On July 29, I attended an organizational meeting of local supporters of Bernie Sanders for President in 2016. This meeting was one of an estimated 3,500 being held throughout the nation that night, attracting a total of 100,000 attendees. As a senior adult with no previous political experience, I found the make up of this local group interesting in that it included a variety of interested parties from college students to grandparents, people with virtually no political experience to lifelong political activists.

The common ground of this group soon became evident during the discussions. That our current system of electing a president ultimately was determined not by the will of the people, but by whomever was backed by the most money. That our political system was broken and needed to be repaired.

Yes, there were discussions about the great inequality of income, including increasing the minimum wage, equal pay for women as men, the struggle of college students to pay for their education, and the fact that we are the only large industrialized nation that does not see health care as a right.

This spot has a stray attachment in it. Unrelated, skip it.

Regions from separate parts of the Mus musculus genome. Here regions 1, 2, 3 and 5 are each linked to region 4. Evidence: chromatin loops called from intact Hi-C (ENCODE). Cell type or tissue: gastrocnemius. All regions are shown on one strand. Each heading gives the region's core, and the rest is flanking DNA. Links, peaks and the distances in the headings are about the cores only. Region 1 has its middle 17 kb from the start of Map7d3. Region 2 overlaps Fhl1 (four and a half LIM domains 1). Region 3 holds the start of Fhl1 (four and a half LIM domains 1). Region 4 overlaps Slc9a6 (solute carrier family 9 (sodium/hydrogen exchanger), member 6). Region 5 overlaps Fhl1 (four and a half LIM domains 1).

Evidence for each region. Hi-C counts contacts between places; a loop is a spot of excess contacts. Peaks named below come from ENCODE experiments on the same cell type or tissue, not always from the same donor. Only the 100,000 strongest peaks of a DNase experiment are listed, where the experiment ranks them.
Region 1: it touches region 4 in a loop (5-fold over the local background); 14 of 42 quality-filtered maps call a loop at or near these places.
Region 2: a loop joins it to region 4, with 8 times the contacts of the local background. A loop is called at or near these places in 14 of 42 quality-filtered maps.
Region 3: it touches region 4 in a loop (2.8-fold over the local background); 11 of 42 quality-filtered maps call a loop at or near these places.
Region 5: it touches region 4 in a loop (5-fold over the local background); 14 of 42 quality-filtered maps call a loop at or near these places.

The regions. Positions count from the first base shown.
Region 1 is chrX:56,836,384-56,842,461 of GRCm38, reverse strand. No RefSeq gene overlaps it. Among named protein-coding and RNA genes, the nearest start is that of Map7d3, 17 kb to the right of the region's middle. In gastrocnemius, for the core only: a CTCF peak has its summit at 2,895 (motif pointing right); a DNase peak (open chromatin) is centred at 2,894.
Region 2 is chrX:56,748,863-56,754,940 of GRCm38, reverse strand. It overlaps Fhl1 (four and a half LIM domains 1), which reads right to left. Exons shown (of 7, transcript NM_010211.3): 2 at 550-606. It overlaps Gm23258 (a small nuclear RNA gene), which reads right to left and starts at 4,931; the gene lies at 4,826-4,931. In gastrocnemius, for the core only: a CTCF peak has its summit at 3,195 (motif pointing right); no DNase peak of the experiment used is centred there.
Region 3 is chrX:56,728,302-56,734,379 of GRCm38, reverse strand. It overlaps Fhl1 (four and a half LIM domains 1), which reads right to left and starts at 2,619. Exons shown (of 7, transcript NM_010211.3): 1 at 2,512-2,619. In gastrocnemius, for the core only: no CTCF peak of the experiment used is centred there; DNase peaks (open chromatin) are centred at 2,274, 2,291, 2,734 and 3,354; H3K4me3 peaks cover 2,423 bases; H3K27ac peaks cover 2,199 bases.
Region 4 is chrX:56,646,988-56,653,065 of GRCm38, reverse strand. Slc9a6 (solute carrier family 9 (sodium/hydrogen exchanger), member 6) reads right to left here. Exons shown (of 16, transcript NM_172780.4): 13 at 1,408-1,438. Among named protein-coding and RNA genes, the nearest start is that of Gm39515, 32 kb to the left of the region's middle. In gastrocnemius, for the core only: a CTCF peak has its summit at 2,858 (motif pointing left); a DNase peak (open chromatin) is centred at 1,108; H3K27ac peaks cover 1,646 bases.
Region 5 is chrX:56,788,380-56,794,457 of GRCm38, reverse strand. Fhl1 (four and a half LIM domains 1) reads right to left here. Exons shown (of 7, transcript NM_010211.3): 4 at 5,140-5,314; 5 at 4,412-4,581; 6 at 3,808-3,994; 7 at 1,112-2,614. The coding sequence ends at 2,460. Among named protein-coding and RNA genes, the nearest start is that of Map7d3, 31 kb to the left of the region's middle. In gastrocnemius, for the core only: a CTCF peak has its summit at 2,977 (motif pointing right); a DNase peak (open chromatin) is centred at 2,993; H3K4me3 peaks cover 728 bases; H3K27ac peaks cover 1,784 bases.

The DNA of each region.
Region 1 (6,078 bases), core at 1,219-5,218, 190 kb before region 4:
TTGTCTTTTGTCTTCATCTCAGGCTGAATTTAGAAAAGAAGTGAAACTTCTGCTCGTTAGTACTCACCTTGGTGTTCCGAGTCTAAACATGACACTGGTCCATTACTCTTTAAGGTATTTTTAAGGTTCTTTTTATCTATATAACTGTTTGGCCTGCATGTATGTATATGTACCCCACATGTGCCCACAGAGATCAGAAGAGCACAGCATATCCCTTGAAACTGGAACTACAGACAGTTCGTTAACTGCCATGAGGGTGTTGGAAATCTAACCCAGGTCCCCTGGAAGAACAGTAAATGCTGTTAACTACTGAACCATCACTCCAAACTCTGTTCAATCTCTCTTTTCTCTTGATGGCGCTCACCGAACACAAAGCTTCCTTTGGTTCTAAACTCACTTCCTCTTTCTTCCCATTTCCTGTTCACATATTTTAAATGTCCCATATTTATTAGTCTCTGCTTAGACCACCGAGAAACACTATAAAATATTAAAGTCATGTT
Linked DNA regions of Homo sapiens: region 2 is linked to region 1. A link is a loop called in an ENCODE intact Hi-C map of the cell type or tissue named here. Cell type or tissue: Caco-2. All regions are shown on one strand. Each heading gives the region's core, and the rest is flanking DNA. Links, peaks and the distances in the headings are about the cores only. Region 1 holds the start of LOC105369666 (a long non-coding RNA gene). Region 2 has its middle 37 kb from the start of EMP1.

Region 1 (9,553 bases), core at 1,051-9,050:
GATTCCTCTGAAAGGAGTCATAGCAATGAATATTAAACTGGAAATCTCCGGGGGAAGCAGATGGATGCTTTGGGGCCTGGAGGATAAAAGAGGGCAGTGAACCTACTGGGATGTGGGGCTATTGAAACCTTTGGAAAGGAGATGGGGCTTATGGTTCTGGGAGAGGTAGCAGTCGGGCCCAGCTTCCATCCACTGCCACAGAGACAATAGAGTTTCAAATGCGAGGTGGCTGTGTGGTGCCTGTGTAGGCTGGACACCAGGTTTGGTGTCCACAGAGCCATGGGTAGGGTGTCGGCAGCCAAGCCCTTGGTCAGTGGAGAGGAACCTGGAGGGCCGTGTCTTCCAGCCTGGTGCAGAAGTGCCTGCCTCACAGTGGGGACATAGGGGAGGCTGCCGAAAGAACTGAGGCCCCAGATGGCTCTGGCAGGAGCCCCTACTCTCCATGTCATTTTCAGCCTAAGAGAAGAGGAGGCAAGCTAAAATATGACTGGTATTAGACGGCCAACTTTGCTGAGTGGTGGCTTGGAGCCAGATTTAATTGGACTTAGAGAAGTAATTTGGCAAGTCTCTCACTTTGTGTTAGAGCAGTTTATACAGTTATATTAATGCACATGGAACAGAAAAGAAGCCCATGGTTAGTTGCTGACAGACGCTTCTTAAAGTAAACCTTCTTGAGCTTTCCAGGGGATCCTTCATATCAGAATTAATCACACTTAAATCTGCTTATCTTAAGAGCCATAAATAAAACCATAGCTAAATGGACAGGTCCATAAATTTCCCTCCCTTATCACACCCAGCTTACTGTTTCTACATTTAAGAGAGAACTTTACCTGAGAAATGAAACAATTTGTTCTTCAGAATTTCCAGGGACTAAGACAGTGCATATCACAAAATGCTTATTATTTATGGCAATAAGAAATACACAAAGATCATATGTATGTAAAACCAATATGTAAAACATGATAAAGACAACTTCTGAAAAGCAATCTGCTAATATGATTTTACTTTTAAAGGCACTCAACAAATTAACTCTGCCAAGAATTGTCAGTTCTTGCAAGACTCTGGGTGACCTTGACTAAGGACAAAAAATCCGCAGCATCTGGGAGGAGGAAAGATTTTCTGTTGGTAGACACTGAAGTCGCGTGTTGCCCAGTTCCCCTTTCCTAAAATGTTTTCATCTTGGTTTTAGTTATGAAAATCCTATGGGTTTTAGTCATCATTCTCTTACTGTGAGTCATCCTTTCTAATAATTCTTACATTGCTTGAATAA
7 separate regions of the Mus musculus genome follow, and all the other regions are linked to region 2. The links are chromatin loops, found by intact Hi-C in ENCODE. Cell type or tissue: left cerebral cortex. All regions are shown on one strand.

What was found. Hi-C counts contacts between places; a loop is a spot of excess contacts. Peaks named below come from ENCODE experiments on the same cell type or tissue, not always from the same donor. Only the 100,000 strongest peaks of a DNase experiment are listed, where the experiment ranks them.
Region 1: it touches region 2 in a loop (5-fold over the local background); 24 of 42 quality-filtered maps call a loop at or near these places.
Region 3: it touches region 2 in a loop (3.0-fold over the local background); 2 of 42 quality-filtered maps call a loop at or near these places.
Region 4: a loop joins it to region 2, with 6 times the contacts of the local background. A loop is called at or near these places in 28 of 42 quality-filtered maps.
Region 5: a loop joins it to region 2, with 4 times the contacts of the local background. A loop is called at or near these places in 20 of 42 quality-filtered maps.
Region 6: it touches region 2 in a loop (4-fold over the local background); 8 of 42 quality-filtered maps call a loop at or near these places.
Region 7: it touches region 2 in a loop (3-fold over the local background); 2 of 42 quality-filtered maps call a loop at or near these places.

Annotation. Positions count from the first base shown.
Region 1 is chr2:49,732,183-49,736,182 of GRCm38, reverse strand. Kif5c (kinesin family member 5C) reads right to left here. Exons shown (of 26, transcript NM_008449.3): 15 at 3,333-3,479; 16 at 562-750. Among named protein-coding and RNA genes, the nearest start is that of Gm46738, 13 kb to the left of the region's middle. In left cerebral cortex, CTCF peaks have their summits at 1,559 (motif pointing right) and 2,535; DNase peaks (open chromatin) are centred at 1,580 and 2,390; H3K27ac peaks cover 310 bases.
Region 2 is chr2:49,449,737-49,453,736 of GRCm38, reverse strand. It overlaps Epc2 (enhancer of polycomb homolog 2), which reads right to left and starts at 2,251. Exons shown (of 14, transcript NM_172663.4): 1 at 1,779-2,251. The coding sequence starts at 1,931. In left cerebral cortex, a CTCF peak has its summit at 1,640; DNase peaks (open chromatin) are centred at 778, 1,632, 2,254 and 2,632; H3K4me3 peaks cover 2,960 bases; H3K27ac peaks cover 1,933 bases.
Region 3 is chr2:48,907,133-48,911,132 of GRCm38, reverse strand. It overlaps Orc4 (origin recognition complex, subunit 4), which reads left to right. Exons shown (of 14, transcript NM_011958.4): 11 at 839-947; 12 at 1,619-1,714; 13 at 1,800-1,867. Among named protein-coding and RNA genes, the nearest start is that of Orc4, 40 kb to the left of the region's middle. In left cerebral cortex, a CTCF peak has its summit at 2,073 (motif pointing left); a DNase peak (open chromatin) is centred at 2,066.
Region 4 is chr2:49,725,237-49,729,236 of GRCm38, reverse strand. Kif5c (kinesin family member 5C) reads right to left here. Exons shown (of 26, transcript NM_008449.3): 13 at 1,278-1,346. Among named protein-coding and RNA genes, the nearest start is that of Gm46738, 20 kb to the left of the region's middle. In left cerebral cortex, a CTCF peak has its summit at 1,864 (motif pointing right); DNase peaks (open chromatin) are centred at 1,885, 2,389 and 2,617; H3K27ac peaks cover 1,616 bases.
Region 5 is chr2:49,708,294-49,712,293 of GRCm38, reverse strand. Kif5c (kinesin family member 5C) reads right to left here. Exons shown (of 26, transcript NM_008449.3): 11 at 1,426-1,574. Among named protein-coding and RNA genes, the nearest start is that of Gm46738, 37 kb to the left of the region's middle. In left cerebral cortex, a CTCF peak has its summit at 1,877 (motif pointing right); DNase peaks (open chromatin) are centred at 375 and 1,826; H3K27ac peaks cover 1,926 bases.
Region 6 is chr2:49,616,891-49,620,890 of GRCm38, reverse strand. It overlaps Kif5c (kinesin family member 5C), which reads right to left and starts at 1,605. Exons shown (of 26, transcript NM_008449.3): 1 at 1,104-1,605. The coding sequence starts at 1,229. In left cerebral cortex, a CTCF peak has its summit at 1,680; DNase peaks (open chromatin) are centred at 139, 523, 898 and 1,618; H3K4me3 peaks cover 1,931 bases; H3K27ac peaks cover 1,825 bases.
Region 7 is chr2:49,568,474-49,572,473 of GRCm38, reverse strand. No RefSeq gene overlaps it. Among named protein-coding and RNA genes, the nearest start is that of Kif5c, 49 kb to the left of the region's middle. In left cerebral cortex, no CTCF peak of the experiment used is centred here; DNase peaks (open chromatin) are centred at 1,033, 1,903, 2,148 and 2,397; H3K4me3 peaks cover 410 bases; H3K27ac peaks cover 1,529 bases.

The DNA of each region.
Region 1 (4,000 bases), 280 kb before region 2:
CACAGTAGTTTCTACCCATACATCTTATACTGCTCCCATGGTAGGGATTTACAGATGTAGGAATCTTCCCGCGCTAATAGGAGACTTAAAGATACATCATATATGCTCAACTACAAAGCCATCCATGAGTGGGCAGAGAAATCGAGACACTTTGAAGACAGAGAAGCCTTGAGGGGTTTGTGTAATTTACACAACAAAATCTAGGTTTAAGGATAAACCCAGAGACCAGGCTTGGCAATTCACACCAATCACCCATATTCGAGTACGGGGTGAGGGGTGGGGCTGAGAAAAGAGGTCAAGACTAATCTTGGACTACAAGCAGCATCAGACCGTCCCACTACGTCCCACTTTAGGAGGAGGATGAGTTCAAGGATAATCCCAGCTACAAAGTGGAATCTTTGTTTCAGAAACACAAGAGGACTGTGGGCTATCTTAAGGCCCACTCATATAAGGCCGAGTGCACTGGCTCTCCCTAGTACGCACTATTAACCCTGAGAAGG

But our broken political system was central to all these issues.

And then we, as a group, watched a live broadcast of Sanders speaking about these same issues. We came to the understanding that electing him as president would not change these problems, that he, as one person, could not solve any of them.

The only way this situation would change is if a grassroots revolution of millions of Americans rose up to say that they have had enough of corrupt politics and the buying of the presidency of the United States of America.

Then I could see how we could win and make a difference, one small group at a time.

Glenn M. Oxley


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